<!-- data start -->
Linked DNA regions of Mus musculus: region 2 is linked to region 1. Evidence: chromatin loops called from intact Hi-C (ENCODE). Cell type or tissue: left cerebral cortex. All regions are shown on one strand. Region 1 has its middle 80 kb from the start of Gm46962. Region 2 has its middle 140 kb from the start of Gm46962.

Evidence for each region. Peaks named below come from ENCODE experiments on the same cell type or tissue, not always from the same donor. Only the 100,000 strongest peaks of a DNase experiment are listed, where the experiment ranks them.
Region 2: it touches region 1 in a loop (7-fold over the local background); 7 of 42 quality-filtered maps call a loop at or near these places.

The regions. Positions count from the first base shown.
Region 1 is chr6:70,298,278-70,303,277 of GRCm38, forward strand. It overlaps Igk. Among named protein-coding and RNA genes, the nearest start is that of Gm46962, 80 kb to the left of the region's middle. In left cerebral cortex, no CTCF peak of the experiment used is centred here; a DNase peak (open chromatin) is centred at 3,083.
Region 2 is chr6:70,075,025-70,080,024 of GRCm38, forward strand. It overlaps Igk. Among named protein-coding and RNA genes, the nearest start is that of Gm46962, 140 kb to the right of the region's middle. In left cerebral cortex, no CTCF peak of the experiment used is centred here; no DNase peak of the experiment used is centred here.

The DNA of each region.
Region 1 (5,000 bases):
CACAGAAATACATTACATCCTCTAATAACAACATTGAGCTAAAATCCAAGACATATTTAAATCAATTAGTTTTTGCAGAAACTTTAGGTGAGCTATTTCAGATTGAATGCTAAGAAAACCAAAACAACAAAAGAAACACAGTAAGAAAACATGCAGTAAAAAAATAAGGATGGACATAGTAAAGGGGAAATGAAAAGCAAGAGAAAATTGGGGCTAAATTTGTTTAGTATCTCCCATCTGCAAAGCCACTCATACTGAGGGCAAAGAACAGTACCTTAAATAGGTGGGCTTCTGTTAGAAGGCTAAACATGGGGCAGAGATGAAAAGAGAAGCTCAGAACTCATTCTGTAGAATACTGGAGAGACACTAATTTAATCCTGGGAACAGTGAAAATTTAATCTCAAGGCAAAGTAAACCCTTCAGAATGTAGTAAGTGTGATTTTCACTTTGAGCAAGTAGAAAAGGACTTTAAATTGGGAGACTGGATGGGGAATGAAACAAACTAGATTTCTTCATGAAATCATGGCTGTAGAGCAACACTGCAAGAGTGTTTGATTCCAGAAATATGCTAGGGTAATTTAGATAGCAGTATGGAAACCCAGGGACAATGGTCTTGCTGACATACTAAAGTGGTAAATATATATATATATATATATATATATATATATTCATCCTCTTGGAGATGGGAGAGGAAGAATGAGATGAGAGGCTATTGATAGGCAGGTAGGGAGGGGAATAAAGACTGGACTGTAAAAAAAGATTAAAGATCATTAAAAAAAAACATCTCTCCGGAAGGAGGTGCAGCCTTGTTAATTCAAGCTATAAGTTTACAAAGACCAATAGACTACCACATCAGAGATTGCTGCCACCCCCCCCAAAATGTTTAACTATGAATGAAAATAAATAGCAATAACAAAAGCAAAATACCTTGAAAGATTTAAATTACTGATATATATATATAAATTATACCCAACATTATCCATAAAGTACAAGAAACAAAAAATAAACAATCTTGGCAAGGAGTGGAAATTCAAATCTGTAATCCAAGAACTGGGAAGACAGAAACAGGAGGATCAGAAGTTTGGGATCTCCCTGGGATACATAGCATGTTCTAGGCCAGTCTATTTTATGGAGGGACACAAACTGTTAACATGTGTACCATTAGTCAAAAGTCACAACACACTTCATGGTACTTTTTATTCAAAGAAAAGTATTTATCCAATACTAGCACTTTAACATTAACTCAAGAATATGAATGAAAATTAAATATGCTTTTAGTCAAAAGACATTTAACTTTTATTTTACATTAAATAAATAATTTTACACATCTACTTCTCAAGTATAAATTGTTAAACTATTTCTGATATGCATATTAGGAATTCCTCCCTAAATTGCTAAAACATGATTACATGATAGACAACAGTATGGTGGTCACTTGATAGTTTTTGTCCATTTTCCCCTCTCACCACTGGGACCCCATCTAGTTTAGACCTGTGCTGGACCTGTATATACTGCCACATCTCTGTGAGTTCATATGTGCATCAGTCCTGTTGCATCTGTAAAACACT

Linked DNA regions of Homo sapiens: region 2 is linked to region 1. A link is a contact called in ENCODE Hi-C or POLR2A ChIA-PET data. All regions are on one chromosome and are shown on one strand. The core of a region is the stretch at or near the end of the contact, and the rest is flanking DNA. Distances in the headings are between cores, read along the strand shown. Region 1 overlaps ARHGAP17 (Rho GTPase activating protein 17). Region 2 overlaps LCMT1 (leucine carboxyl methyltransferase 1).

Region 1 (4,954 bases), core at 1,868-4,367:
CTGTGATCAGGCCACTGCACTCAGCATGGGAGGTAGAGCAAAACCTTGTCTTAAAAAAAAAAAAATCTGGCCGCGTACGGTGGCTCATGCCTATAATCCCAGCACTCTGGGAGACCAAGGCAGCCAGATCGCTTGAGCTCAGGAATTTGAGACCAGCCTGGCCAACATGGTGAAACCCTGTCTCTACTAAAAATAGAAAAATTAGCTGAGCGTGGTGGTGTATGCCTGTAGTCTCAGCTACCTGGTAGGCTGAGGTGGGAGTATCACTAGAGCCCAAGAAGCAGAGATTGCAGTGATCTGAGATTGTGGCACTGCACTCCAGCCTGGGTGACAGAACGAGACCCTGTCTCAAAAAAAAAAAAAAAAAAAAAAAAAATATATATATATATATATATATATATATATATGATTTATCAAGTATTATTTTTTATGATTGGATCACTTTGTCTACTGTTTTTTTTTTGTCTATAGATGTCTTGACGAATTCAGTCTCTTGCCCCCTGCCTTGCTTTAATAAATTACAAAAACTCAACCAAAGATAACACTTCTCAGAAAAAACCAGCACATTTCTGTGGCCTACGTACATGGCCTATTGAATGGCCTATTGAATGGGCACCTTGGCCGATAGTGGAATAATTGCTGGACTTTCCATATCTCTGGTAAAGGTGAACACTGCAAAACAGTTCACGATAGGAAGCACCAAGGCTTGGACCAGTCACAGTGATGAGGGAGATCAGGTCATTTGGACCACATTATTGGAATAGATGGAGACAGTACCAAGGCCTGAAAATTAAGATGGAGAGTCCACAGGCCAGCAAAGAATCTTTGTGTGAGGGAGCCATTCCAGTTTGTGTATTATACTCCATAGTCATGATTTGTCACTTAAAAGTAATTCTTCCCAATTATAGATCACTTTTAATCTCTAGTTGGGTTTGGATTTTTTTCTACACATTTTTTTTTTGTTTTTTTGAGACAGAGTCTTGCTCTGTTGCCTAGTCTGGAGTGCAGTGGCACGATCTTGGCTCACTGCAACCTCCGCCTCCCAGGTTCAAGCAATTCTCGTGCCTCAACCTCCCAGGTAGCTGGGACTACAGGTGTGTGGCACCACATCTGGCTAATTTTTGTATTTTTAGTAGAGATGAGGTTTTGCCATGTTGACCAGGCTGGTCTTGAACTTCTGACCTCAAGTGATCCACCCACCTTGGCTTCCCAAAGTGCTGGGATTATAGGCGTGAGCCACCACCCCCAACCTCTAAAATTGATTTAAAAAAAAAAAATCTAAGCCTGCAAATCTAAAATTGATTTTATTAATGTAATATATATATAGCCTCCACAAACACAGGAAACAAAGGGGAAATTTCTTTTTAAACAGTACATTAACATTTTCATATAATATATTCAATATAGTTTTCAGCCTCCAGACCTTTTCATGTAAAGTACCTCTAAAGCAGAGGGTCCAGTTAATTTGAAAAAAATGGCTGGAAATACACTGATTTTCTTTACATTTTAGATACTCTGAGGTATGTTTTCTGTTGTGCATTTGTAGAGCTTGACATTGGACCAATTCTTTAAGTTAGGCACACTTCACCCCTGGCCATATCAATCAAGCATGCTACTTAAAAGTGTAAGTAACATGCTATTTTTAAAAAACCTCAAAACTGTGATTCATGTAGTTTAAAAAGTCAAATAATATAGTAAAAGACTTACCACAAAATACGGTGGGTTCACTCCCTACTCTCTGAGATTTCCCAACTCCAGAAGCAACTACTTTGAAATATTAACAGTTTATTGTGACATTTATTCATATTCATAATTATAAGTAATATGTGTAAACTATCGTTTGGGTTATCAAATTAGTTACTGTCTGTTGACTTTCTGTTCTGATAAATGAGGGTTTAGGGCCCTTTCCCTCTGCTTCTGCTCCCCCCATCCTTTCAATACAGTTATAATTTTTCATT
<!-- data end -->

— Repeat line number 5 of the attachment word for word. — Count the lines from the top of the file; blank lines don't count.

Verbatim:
Region 1 is chr6:70,298,278-70,303,277 of GRCm38, forward strand. It overlaps Igk. Among named protein-coding and RNA genes, the nearest start is that of Gm46962, 80 kb to the left of the region's middle. In left cerebral cortex, no CTCF peak of the experiment used is centred here; a DNase peak (open chromatin) is centred at 3,083.